The Air Force says it will not comply with a new Michigan safe water law because it says it is discriminatory.
The decision will delay any large-scale Air Force intervention in Oscoda – where chemicals leaked from the former Wurtsmith Air base into residential water wells.
Health officials and lawmakers were hopeful the new state water standards would allow the Air Force to take action in Oscoda.
The Air Force had previously said it could take action only if the chemicals exceeded a health advisory limit set by the EPA – but, it said, it would defer to any state advisory standards. Now Michigan has established new standards.
Mark Kinkade is with the Air Force. He said the Air Force can’t comply with the new law because it is discriminatory.
“Largely because the law is not one of generally applicability, which means it only applies to federal and state agencies, it doesn’t apply as written to all entities or persons who may have impacted the water of state citizens.”
As of January the The Michigan Department of Environmental Quality had identified 300 wells impacted by chemicals that leaked from the former air base.
Only one was over the limit set by the EPA.
Kinkade said the air force was quick to address that well.
“We gave them bottled water and then we hooked them up to the municipal water supply.”
Residents and the local health department are hoping for Air Force support to get all of the households with impacted wells hooked up to the municipal water supply – regardless of whether those wells exceed federal advisory limits.
Chuck Lichon is with the Health Department overseeing Oscoda. He said his understanding was if the Michigan standard was lowered, the Air Force would step in.
“The air force initially last year I believe, last fall, said they would follow whatever the requirements are, that requirement was adjusted and now they seem to be reneging on it.”
The new Michigan safe water law didn’t actually change health advisory standards. Instead it says responsible “state or federal agencies” must offer alternative access to water if several conditions are met, conditions like if a health advisory was issued for drinking water in the area or if the government acknowledges the substance of concern had migrated from the property.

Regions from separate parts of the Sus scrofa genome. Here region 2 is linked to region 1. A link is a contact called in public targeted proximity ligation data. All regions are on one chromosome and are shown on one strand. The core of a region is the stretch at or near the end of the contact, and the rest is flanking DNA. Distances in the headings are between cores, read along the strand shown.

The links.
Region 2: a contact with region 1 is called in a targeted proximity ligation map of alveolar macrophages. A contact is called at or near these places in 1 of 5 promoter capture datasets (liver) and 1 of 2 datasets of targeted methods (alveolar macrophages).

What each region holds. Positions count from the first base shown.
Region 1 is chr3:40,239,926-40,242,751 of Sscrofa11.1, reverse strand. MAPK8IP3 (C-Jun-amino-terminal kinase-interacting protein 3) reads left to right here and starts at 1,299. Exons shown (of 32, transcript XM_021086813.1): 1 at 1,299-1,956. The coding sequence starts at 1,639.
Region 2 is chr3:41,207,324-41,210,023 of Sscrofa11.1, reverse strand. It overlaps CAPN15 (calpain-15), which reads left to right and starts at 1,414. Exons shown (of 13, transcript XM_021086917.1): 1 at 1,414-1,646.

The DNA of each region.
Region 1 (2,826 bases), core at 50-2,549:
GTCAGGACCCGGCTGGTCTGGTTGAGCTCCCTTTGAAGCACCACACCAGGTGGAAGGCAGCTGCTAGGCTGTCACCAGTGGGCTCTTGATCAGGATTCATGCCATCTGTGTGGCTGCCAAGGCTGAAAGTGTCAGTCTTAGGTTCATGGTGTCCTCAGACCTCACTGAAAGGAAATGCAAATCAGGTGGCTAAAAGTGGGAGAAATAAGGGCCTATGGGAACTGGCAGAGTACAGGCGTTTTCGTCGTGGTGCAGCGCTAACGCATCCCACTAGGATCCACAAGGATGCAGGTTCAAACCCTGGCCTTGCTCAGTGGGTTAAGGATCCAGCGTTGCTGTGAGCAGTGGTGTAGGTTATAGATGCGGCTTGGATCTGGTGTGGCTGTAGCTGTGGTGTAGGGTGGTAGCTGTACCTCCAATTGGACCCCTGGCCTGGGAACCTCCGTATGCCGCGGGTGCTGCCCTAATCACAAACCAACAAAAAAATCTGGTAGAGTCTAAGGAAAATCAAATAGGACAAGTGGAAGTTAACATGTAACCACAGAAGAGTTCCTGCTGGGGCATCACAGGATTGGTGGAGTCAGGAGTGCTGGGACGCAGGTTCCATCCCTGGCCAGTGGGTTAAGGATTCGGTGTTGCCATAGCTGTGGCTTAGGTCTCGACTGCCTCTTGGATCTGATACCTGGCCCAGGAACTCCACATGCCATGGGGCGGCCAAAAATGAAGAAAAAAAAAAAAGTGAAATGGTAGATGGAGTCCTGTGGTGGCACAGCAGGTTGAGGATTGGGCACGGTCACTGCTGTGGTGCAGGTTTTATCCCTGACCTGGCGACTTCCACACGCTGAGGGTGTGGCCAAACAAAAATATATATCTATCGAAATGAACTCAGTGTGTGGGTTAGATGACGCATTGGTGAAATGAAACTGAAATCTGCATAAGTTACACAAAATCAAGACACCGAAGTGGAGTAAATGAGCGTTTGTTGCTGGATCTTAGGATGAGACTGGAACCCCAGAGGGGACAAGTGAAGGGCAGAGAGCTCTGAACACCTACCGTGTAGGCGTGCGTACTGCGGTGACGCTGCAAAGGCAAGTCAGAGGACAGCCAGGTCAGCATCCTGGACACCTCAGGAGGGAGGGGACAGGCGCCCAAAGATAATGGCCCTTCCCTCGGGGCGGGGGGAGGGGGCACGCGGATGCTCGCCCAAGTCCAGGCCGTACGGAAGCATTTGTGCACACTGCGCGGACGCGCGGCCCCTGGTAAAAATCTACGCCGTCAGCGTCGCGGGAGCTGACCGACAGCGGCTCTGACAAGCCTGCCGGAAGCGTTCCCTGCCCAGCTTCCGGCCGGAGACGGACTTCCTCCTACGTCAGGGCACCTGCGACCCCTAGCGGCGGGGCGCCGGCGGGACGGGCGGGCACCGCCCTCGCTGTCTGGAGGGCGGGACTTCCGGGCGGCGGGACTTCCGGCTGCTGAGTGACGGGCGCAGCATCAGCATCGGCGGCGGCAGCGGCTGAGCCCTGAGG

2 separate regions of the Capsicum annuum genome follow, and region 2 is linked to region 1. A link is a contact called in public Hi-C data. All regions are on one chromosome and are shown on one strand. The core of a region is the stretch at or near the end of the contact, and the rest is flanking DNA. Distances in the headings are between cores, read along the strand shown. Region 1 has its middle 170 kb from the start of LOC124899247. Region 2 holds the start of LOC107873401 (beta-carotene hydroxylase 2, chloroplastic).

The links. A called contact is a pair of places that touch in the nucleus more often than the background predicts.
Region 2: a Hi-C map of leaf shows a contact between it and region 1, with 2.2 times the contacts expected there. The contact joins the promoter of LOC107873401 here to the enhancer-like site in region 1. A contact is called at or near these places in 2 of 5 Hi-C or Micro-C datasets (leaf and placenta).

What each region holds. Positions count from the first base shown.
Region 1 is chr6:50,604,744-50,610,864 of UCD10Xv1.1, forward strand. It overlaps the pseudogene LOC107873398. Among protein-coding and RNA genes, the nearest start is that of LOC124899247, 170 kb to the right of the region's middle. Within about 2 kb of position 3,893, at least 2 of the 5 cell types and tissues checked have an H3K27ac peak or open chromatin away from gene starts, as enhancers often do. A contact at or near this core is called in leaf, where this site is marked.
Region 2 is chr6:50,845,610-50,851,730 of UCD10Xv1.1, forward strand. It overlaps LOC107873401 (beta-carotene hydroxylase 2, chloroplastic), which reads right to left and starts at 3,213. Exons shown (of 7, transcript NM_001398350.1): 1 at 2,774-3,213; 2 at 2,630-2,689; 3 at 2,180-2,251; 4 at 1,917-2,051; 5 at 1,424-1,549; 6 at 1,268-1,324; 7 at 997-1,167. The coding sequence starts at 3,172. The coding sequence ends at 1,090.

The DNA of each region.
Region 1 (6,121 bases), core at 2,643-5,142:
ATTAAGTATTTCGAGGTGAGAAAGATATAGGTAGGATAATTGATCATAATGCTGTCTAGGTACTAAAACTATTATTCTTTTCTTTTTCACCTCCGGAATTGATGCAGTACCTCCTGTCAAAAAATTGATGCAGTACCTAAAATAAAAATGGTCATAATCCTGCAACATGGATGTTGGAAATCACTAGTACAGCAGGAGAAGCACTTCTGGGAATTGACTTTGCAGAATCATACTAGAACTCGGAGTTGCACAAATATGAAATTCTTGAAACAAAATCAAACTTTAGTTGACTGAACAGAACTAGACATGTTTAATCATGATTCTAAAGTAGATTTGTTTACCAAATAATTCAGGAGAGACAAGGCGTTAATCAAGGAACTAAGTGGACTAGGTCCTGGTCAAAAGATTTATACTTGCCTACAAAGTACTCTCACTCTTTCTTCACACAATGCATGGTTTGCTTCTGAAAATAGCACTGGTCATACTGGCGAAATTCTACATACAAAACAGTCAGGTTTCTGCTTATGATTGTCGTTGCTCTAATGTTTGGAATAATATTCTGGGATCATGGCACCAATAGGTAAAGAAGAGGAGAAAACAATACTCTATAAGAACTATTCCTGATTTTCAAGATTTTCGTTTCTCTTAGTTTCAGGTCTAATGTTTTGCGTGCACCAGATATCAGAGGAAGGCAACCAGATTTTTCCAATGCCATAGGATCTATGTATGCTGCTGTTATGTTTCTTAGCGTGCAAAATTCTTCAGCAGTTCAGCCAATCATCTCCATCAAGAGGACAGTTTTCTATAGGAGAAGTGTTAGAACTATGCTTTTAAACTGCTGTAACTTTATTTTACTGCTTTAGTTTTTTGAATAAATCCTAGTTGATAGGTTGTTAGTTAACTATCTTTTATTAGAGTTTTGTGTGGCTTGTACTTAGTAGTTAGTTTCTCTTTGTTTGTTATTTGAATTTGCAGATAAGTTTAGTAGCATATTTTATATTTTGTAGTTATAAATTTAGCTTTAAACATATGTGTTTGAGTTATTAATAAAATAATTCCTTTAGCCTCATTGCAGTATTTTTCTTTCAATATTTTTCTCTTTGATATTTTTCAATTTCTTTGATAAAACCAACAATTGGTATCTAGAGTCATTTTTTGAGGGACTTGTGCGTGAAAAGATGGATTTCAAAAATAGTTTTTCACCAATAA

Kinkade, with the Air Force, said it’s the ‘state or federal agencies’ line that makes the law discriminatory. And he said concerns about how the law was being written were raised early on.
“It’s important to understand the Air Force, or Department of Defense, provided input in the early drafts of that law to explain the concerns we had with it. It doesn’t look like those concerns were considered or at least put into the law as written.”
Kinkade also said the Air Force hasn’t gotten enough attention for the work it’s already done.
“We’re taking the steps that the law calls out but we’ve been doing that on our own. What we’re saying is the law as written is not applicable because it’s discriminatory. And we also follow the health advisory limit. That’s the other line we have to follow.”
But for Chuck Lichon, with the local health department, just following protocol hasn’t been enough to meet the community’s needs.
“There’s an issue here and they have to deal with the community in that area. I think if they just follow technical protocol that’s going to cause some issues for them in dealing with the community in terms of extending municipal water to that area.”
Whether the state and Air Force will work together to move impacted wells to the municipal water supply remains to be seen.